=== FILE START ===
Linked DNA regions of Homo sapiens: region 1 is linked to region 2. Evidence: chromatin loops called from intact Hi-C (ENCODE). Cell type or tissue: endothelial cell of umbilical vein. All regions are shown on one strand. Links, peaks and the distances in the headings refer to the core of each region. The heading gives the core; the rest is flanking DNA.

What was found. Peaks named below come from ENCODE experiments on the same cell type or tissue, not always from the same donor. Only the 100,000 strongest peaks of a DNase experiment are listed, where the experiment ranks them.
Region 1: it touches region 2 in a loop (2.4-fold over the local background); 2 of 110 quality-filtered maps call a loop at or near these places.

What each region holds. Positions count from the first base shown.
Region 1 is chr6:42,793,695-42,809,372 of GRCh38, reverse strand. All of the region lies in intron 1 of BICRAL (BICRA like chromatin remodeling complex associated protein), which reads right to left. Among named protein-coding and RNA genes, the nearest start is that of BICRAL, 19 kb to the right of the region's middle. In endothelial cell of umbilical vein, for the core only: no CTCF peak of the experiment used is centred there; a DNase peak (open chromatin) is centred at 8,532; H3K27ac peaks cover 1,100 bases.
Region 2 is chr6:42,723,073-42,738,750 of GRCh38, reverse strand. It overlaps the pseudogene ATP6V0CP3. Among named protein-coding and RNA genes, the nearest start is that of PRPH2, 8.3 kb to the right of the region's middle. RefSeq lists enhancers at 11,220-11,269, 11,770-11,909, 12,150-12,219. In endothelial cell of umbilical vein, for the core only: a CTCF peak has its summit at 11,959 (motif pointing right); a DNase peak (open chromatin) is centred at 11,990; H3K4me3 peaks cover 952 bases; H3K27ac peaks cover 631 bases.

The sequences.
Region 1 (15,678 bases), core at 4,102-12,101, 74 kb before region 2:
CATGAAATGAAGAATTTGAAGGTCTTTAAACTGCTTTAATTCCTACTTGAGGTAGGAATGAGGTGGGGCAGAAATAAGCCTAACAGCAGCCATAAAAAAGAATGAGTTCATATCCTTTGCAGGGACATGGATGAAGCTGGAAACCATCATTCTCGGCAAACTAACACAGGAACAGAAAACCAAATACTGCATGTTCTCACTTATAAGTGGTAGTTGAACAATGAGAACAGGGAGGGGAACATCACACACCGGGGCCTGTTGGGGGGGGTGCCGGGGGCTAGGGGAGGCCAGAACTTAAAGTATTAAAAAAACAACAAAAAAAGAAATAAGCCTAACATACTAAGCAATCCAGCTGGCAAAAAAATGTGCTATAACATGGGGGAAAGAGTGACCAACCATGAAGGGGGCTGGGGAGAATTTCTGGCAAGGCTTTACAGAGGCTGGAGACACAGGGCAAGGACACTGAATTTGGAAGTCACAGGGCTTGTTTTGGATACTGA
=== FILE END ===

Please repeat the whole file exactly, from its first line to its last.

Linked DNA regions of Homo sapiens: region 1 is linked to region 2. Evidence: chromatin loops called from intact Hi-C (ENCODE). Cell type or tissue: endothelial cell of umbilical vein. All regions are shown on one strand. Links, peaks and the distances in the headings refer to the core of each region. The heading gives the core; the rest is flanking DNA.

What was found. Peaks named below come from ENCODE experiments on the same cell type or tissue, not always from the same donor. Only the 100,000 strongest peaks of a DNase experiment are listed, where the experiment ranks them.
Region 1: it touches region 2 in a loop (2.4-fold over the local background); 2 of 110 quality-filtered maps call a loop at or near these places.

What each region holds. Positions count from the first base shown.
Region 1 is chr6:42,793,695-42,809,372 of GRCh38, reverse strand. All of the region lies in intron 1 of BICRAL (BICRA like chromatin remodeling complex associated protein), which reads right to left. Among named protein-coding and RNA genes, the nearest start is that of BICRAL, 19 kb to the right of the region's middle. In endothelial cell of umbilical vein, for the core only: no CTCF peak of the experiment used is centred there; a DNase peak (open chromatin) is centred at 8,532; H3K27ac peaks cover 1,100 bases.
Region 2 is chr6:42,723,073-42,738,750 of GRCh38, reverse strand. It overlaps the pseudogene ATP6V0CP3. Among named protein-coding and RNA genes, the nearest start is that of PRPH2, 8.3 kb to the right of the region's middle. RefSeq lists enhancers at 11,220-11,269, 11,770-11,909, 12,150-12,219. In endothelial cell of umbilical vein, for the core only: a CTCF peak has its summit at 11,959 (motif pointing right); a DNase peak (open chromatin) is centred at 11,990; H3K4me3 peaks cover 952 bases; H3K27ac peaks cover 631 bases.

The sequences.
Region 1 (15,678 bases), core at 4,102-12,101, 74 kb before region 2:
CATGAAATGAAGAATTTGAAGGTCTTTAAACTGCTTTAATTCCTACTTGAGGTAGGAATGAGGTGGGGCAGAAATAAGCCTAACAGCAGCCATAAAAAAGAATGAGTTCATATCCTTTGCAGGGACATGGATGAAGCTGGAAACCATCATTCTCGGCAAACTAACACAGGAACAGAAAACCAAATACTGCATGTTCTCACTTATAAGTGGTAGTTGAACAATGAGAACAGGGAGGGGAACATCACACACCGGGGCCTGTTGGGGGGGGTGCCGGGGGCTAGGGGAGGCCAGAACTTAAAGTATTAAAAAAACAACAAAAAAAGAAATAAGCCTAACATACTAAGCAATCCAGCTGGCAAAAAAATGTGCTATAACATGGGGGAAAGAGTGACCAACCATGAAGGGGGCTGGGGAGAATTTCTGGCAAGGCTTTACAGAGGCTGGAGACACAGGGCAAGGACACTGAATTTGGAAGTCACAGGGCTTGTTTTGGATACTGA